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Unexpected utf8 in hash keys

by kappa (Chaplain)
on Feb 20, 2008 at 11:22 UTC ( #668987=perlquestion: print w/ replies, xml ) Need Help??
kappa has asked for the wisdom of the Perl Monks concerning the following question:

Hello, fellow monks! I'm seeing strange things going on with my hash keys.
#! /usr/bin/perl use strict; use warnings; use utf8; sub U { return utf8::is_utf8($_[0])?'is_utf8':'not_utf8'; } my %s = ( MaxAccountSize1 => 1, 'MaxAccountSize2' => 1, 2 => 1, ); foreach (sort keys %s) { print "'$_' ".U($_)." => '".$s{$_}."' ".U($s{$_})."\n"; }
It looks like in presence of use utf8 hash keys upgraded from barewords via virtues of => operator get the utf8 flag. Quoted string literals on the contrary get this flag on if they contain characters with high codes -- in full accordance with the docs. It cost us a lot of blood and sweat to debug why some perfectly ASCII strings would suddenly get the flag.

Is there any rationale in such decision? Is it a bug? Does anyone know what the performance penalty of utf8 hash keys -- even if they contain only ASCII chars -- is?

--kap

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Re: Unexpected utf8 in hash keys
by kappa (Chaplain) on Feb 20, 2008 at 11:27 UTC
    Fat comma is really at fault:
    use utf8; sub ff { die if utf8::is_utf8($_[0]); } ff(asd => 1);
    --kap

      I'd expect both of the following calls to output the same thing, so I think it's a bug.

      use utf8; sub ff { print utf8::is_utf8($_[0]) ? 1 : 0, "\n"; } ff(asd => 1); # 1 ff("asd"); # 0

      Tested in 5.8.8 and 5.10.0.

      After some investigation, barewords in general (anything parsed by force_word) are affected.

      use utf8; sub ff { print utf8::is_utf8($_[0]) ? 1 : 0, "\n"; } ff("asd"); # 0 ff('asd'); # 0 ff(qw(asd)); # 0 ff(asd => 1); # 1 { no strict; ff(asd); } # 1 ff(-asd); # 1 ff(asd::); # 1

      I think function names (including built-ins) and keywords are also affected.

      Gotta go. No time to devise a fix atm.

      encoding produces the opposite result.

      #use encoding 'UTF-8'; # or 'utf8' #use utf8; use Encode qw( is_utf8 ); sub ff { print is_utf8($_[0]) ? 1 : 0, "\n"; } # none enco utf8 both # ---- ---- ---- ---- ff("asd"); # 0 1 0 1 ff('asd'); # 0 1 0 1 ff(qw(asd)); # 0 1 0 1 ff(asd => 1); # 0 0 1 1 { no strict; ff(asd); } # 0 0 1 1 ff(-asd); # 0 0 1 1 ff(asd::); # 0 0 1 1
Re: Unexpected utf8 in hash keys
by graff (Chancellor) on Feb 20, 2008 at 13:57 UTC
    It's definitely worthwhile to know and understand the trickiness demonstrated so clearly by ikegami's various tests, and I would agree that some of his results point to "actionable" inconsistencies that should probably be treated as bugs. BUT... when you say:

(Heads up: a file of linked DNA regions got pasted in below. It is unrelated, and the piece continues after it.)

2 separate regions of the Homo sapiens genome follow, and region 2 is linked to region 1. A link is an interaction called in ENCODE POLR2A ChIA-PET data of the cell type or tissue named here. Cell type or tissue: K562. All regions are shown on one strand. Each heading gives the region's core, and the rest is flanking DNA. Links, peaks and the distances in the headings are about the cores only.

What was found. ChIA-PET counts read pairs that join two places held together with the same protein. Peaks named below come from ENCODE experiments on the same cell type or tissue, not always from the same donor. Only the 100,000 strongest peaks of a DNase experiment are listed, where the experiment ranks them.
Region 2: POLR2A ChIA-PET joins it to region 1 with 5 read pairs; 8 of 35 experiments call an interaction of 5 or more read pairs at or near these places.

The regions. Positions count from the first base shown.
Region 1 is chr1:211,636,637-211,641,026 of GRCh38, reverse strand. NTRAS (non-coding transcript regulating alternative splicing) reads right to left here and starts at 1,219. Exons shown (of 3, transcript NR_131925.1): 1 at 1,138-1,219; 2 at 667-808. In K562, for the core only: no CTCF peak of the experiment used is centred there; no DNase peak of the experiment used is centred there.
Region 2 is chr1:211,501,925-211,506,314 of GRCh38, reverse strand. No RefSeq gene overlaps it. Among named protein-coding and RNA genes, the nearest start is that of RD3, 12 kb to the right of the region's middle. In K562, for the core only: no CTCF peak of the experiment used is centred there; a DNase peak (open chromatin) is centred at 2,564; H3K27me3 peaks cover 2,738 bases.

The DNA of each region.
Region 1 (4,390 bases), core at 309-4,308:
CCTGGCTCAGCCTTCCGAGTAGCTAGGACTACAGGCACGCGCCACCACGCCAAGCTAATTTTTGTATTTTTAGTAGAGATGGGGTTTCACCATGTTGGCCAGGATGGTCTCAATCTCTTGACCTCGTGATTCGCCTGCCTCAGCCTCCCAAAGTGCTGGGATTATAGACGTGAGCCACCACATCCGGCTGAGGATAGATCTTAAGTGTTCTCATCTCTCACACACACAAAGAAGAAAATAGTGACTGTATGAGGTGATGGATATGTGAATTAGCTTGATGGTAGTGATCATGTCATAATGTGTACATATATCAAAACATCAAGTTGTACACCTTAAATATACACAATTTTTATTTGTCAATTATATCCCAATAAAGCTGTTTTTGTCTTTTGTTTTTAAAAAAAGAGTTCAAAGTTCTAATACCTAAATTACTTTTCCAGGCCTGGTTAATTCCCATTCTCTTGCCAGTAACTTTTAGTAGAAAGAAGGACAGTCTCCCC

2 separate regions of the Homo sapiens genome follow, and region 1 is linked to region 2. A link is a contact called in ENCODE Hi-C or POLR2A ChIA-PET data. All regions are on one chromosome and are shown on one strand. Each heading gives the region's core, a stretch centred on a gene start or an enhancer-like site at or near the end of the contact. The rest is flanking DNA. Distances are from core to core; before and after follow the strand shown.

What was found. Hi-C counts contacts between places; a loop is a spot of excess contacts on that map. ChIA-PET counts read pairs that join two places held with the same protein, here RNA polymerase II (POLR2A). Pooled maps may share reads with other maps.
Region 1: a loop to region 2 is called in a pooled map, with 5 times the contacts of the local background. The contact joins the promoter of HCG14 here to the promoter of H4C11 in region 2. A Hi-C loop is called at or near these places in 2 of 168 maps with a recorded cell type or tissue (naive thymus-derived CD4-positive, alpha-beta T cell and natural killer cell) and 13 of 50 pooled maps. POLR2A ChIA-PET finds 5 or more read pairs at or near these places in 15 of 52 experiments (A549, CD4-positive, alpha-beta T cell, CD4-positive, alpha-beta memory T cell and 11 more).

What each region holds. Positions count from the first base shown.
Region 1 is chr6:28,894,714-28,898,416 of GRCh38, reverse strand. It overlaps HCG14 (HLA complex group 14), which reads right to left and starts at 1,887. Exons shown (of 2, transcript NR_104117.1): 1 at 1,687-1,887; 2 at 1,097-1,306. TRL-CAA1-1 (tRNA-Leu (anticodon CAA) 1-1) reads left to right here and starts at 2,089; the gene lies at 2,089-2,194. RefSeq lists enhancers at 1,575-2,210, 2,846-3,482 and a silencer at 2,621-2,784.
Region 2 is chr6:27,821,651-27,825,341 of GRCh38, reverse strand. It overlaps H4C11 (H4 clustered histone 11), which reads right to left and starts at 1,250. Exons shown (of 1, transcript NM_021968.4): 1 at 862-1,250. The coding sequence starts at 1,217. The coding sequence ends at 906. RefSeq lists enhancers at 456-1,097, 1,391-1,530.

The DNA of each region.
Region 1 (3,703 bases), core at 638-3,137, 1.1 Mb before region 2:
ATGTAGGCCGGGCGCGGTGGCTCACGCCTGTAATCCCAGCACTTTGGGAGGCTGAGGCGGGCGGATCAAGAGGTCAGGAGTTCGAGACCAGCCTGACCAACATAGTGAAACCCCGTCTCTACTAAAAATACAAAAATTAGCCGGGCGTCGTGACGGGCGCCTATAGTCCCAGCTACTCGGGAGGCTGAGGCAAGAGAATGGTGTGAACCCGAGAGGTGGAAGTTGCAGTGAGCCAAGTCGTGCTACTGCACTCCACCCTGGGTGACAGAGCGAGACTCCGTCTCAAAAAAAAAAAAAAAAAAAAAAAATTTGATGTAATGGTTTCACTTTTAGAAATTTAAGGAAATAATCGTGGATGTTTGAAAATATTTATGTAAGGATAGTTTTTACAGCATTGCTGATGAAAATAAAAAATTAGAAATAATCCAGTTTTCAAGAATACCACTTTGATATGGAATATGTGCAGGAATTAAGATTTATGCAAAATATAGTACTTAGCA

It cost us a lot of blood and sweat to debug why some perfectly ASCII strings would suddenly get the flag.

    Does this mean you were using the utf8 flag to determine whether or not a string contains wide characters? That is not what the flag is for, and you shouldn't be using it that way. To test for wide characters in a string, use a regex:

    if ( /[^[:ascii:]]/ ) { ... } # which is equivalent to if ( /[^\x00-\x7f]/ ) { ... }
    The purpose of the utf8 flag, as I understand it, is to answer the question: if there happen to be non-ASCII bytes in this string, are they to be interpreted as utf8 characters, or not? The treatment of an all-ASCII string should be the same regardless of whether the utf8 flag is set.
      Yes, it was a wrong way to do that -- an attempt based on wrong guess that perl would not set utf8 flag on ASCII strings.
      --kap
Re: Unexpected utf8 in hash keys
by pc88mxer (Vicar) on Feb 20, 2008 at 14:13 UTC
    Actually, the issue really is the use utf8 which allows you to use utf8 in your program identifiers. For instance:

    use strict; use warnings; my %hash = ( asd => 1 ); sub ff { print utf8::is_utf8($_[0]) ? 1 : 0, "\n"; } eval { use utf8; ff(%hash); # now prints 0 };

    I suppose it's reasonable that perl encodes barewords as utf8 if you use utf8 even if only ascii characters are involved.

    Update: from the utf8 documentation:

    The "use utf8" pragma tells the Perl parser to allow UTF-8 in the pro- gram text in the current lexical scope (allow UTF-EBCDIC on EBCDIC based platforms). ... Do not use this pragma for anything else than telling Perl that your script is written in UTF-8. The utility functions described below are useful for their own purposes, but they are not really part of the "pragmatic" effect.
      We actually use lots of non-ASCII strings so we need use utf8.
      --kap
Re: Unexpected utf8 in hash keys
by doc_faustroll (Scribe) on Feb 20, 2008 at 18:19 UTC
    I may be reading this too quickly and not appreciating or understanding your intent, or what exactly you are using the use utf8 pragma for or why. My hunch is that you might benefit from not enquiring as to when the utf8 flag is set or not. Can you tell me your purposes? We can play around with the internals of Perl and how it represents strings all day long, but I gather you have more than academic interest here? This may be a place where solid pragmatism trumps. Have you read perlunitut?
Re: Unexpected utf8 in hash keys
by Juerd (Abbot) on Feb 21, 2008 at 01:42 UTC

    Out of curiosity, why does the flag bother you?

      We are in the process of converting a huge production codebase from 5.6 + Unicode::String to 5.8. This is as painful as it can get and we log this flag in a lot of places just to find codepaths that need attention.
      --kap
Re: Unexpected utf8 in hash keys
by creamygoodness (Curate) on Aug 27, 2009 at 11:12 UTC
    Does anyone know what the performance penalty of utf8 hash keys -- even if they contain only ASCII chars -- is?
    Benchmarking script: Results for vanilla custom-compiled Perl 5.10.0 on Mac OS X:

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